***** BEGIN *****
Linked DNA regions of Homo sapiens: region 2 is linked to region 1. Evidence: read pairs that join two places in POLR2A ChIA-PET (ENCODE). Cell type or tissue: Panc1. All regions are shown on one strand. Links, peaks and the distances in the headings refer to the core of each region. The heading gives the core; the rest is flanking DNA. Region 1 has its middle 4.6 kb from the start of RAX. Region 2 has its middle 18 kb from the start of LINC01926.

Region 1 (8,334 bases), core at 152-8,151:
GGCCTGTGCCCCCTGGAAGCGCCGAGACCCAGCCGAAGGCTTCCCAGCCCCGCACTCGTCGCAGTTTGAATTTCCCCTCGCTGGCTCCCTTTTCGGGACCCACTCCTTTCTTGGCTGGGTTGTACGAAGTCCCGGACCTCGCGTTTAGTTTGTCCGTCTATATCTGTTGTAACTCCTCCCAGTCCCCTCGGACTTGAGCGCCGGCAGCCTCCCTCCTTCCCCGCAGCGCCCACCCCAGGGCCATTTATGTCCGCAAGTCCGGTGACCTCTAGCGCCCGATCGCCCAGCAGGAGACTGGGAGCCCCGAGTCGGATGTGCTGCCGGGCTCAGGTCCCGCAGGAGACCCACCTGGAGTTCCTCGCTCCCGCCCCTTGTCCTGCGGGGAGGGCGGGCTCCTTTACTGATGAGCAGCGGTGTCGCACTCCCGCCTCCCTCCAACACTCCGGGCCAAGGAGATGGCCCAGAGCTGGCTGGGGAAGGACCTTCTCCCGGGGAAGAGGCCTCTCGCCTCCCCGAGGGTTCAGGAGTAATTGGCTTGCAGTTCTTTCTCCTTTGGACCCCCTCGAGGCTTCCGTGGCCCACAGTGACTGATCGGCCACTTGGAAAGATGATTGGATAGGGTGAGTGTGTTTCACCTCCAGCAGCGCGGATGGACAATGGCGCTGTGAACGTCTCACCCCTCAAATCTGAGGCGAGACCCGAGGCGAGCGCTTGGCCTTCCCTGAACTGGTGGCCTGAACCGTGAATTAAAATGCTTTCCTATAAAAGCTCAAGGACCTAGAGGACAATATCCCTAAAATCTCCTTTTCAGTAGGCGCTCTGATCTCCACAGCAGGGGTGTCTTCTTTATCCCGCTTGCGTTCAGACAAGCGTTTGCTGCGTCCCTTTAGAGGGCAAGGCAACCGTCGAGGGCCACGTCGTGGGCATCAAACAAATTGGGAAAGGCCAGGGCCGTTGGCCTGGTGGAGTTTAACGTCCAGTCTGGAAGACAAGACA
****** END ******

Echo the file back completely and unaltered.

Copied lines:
Linked DNA regions of Homo sapiens: region 2 is linked to region 1. Evidence: read pairs that join two places in POLR2A ChIA-PET (ENCODE). Cell type or tissue: Panc1. All regions are shown on one strand. Links, peaks and the distances in the headings refer to the core of each region. The heading gives the core; the rest is flanking DNA. Region 1 has its middle 4.6 kb from the start of RAX. Region 2 has its middle 18 kb from the start of LINC01926.

Region 1 (8,334 bases), core at 152-8,151:
GGCCTGTGCCCCCTGGAAGCGCCGAGACCCAGCCGAAGGCTTCCCAGCCCCGCACTCGTCGCAGTTTGAATTTCCCCTCGCTGGCTCCCTTTTCGGGACCCACTCCTTTCTTGGCTGGGTTGTACGAAGTCCCGGACCTCGCGTTTAGTTTGTCCGTCTATATCTGTTGTAACTCCTCCCAGTCCCCTCGGACTTGAGCGCCGGCAGCCTCCCTCCTTCCCCGCAGCGCCCACCCCAGGGCCATTTATGTCCGCAAGTCCGGTGACCTCTAGCGCCCGATCGCCCAGCAGGAGACTGGGAGCCCCGAGTCGGATGTGCTGCCGGGCTCAGGTCCCGCAGGAGACCCACCTGGAGTTCCTCGCTCCCGCCCCTTGTCCTGCGGGGAGGGCGGGCTCCTTTACTGATGAGCAGCGGTGTCGCACTCCCGCCTCCCTCCAACACTCCGGGCCAAGGAGATGGCCCAGAGCTGGCTGGGGAAGGACCTTCTCCCGGGGAAGAGGCCTCTCGCCTCCCCGAGGGTTCAGGAGTAATTGGCTTGCAGTTCTTTCTCCTTTGGACCCCCTCGAGGCTTCCGTGGCCCACAGTGACTGATCGGCCACTTGGAAAGATGATTGGATAGGGTGAGTGTGTTTCACCTCCAGCAGCGCGGATGGACAATGGCGCTGTGAACGTCTCACCCCTCAAATCTGAGGCGAGACCCGAGGCGAGCGCTTGGCCTTCCCTGAACTGGTGGCCTGAACCGTGAATTAAAATGCTTTCCTATAAAAGCTCAAGGACCTAGAGGACAATATCCCTAAAATCTCCTTTTCAGTAGGCGCTCTGATCTCCACAGCAGGGGTGTCTTCTTTATCCCGCTTGCGTTCAGACAAGCGTTTGCTGCGTCCCTTTAGAGGGCAAGGCAACCGTCGAGGGCCACGTCGTGGGCATCAAACAAATTGGGAAAGGCCAGGGCCGTTGGCCTGGTGGAGTTTAACGTCCAGTCTGGAAGACAAGACA